I had to stop and fish him out with the help of another couple of runners. He was covered head to toe in mud, his face a look of steely determination with the thousand-yard-stare of a shell-shocked soldier. As we pulled him free of the quagmire, his legs were actually still going, so we faced him in the right direction and off he went with the rest of us following.
At the front of the course was Jimmy. Jim, so it turned out, was a county-class runner who actually enjoyed this kind of thing. He had just moved to the school, and desperately wanted to make a good impression of himself for Mr Prince. He was miles out in front.
Before the race, Prinny told him the route so he wouldn’t get lost. “Down to the river, follow the path along until you get to the railway. Then follow the railway line back to school.” Couldn’t be simpler than that, could it?
Unfortunately, Prinny didn’t realise that Jimmy wasn’t playing with a full deck. He could run like the wind, but you needed to tell him when to start and stop and someone to tell him which way to face, otherwise he could end up anywhere. You can just imagine where this is heading...
“...Follow the railway line back to school...”
So he did. He vaulted the thin wire fence and ran along the railway line. What the hell, the rest of the race, struggling for breath, freezing cold and soaking wet all followed him. It was like that scene from the Railway Children, only without Jenny Agutter to save our lives. Jim reached the school, and finding that the fence was now twenty feet high with no way through, kept on going.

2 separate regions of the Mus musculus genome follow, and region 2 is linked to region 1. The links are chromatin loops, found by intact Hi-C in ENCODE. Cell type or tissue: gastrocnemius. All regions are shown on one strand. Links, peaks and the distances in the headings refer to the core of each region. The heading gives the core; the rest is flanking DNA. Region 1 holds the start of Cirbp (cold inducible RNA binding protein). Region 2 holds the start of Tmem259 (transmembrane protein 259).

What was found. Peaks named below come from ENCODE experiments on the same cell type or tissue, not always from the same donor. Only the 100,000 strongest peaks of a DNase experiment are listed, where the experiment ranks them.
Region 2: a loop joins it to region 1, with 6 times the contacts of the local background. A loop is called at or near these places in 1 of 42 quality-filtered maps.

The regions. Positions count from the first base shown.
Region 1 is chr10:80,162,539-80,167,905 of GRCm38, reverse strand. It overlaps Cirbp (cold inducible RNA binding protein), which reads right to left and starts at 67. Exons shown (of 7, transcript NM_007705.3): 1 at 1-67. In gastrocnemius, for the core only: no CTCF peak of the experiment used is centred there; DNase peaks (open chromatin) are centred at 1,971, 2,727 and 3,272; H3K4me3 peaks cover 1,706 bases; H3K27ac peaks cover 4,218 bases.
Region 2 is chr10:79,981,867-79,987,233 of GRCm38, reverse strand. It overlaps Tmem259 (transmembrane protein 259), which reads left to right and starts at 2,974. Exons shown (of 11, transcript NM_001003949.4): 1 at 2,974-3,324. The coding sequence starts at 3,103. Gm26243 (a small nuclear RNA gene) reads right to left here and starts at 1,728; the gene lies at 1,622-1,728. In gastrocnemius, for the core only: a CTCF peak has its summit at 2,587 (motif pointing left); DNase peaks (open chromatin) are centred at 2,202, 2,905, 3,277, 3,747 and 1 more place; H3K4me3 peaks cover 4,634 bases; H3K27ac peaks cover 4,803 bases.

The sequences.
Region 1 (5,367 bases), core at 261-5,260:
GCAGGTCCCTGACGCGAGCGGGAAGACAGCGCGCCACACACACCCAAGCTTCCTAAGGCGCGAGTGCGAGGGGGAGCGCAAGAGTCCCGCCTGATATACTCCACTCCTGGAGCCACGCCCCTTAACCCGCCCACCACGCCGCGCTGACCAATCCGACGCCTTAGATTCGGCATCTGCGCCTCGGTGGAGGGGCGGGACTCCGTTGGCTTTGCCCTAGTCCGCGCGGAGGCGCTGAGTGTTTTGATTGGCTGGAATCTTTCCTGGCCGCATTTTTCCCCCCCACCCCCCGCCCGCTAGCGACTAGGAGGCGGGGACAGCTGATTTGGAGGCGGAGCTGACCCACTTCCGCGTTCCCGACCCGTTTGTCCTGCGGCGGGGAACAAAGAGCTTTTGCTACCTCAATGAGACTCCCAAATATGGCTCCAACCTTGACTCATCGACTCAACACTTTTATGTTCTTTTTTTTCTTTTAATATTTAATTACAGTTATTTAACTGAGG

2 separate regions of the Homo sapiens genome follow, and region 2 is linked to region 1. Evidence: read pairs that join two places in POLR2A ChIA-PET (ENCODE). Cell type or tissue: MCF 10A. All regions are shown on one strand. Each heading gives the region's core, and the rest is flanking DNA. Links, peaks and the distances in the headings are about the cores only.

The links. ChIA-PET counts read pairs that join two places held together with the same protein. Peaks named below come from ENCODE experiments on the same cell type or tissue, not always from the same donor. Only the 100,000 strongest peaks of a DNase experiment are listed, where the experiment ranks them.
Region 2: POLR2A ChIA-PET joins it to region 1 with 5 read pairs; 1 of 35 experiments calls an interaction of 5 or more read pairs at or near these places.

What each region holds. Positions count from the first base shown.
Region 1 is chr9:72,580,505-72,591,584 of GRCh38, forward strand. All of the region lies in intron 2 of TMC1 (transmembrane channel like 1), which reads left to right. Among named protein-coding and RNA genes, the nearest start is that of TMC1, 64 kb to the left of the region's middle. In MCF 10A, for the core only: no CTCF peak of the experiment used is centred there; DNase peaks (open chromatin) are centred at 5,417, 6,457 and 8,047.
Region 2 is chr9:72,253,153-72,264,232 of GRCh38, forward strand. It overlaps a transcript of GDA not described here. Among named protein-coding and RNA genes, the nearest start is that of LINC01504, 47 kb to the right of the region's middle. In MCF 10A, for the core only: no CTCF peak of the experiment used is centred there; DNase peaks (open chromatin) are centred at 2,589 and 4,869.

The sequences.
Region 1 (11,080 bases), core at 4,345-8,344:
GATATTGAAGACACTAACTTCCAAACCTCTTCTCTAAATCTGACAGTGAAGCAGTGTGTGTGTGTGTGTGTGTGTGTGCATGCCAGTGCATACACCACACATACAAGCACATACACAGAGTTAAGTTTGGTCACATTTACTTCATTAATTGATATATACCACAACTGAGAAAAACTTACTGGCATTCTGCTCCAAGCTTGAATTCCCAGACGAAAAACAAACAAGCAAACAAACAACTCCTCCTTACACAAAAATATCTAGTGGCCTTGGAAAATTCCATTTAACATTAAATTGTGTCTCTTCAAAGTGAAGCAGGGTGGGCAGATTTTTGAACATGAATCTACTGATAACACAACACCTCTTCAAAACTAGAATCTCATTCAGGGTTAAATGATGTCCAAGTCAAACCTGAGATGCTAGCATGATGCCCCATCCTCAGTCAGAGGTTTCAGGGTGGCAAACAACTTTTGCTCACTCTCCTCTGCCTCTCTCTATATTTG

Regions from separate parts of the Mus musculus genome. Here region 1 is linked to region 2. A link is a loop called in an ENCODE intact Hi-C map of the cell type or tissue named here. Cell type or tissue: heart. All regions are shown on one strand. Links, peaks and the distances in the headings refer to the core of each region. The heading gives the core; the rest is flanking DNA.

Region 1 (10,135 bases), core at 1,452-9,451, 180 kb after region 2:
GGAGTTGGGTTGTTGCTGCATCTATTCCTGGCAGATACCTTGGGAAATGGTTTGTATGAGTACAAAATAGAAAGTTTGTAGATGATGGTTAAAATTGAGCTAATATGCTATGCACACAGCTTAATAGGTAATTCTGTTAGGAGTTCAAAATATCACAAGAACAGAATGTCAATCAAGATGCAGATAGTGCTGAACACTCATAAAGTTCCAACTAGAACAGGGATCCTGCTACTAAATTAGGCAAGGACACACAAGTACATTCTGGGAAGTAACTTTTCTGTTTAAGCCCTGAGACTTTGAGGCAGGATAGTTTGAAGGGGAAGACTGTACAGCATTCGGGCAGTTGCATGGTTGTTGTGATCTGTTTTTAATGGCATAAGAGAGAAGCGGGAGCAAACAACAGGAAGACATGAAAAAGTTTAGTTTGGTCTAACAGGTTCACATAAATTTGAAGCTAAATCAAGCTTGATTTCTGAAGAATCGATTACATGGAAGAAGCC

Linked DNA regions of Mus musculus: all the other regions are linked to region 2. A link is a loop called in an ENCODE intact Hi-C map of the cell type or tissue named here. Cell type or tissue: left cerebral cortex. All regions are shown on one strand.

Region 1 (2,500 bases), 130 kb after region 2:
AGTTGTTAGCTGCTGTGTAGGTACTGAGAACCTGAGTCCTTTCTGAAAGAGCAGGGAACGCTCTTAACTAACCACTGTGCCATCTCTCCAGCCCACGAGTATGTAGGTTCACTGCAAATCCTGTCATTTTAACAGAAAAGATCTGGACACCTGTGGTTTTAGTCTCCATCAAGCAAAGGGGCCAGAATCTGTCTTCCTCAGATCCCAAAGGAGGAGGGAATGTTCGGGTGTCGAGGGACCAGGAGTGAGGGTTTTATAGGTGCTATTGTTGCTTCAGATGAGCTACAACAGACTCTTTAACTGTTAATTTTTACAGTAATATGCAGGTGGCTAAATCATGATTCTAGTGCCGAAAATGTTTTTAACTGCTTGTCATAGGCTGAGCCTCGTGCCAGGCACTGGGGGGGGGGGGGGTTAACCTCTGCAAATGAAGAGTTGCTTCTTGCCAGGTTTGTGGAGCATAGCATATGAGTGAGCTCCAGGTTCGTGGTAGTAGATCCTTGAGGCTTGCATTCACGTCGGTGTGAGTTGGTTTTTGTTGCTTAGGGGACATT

At that point, if the station-master at Wargrave hadn’t called the police, we’d have been halfway to London before we realised something was up.
Police cars and vans screeched to a halt on the bridge. Boys were physically dragged up the embankment, where, not knowing what to do with us, let us run back to the school. Stevie, still covered head to toe in shit, refused all help, giving the evil eye to the coppers as they tried to reach for him. Sensibly they let him go, and one-by-one we arrived back at the sports hall.
Prinny went ballistic. He was lost for words, waving his hands over his head as his mouth opened and closed noiselessly. Eventually, he managed to speak:
“You... you... you... twats! Are you trying to lose me my job?”
“But, sir, you told us....” said Jim.
“Never mind what I said! Haven’t you got a brain in your head?”
The next week he made us all do it again. The previous seven days had seen rain only previously witnessed by people saying “Hey, Noah! Stop working on that stupid ark of yours and come join us worshipping this false idol.” Jim, streaking away at the front and deaf to our cries of “Come back you stupid tart!”, turned the wrong way out of the school and ended up in Henley, and was rescued hours later by Mr Curtis in his car. The rest of us stuck grimly to the course, which was even muddier than the week before, arriving back in the playground, exhausted, each and every one of us fully qualified for our long distance swimming certificates.
Little Stevie is still missing.
While this story is based on actual events in the life of Scaryduck, certain identities and venues may have been changed to protect the innocent.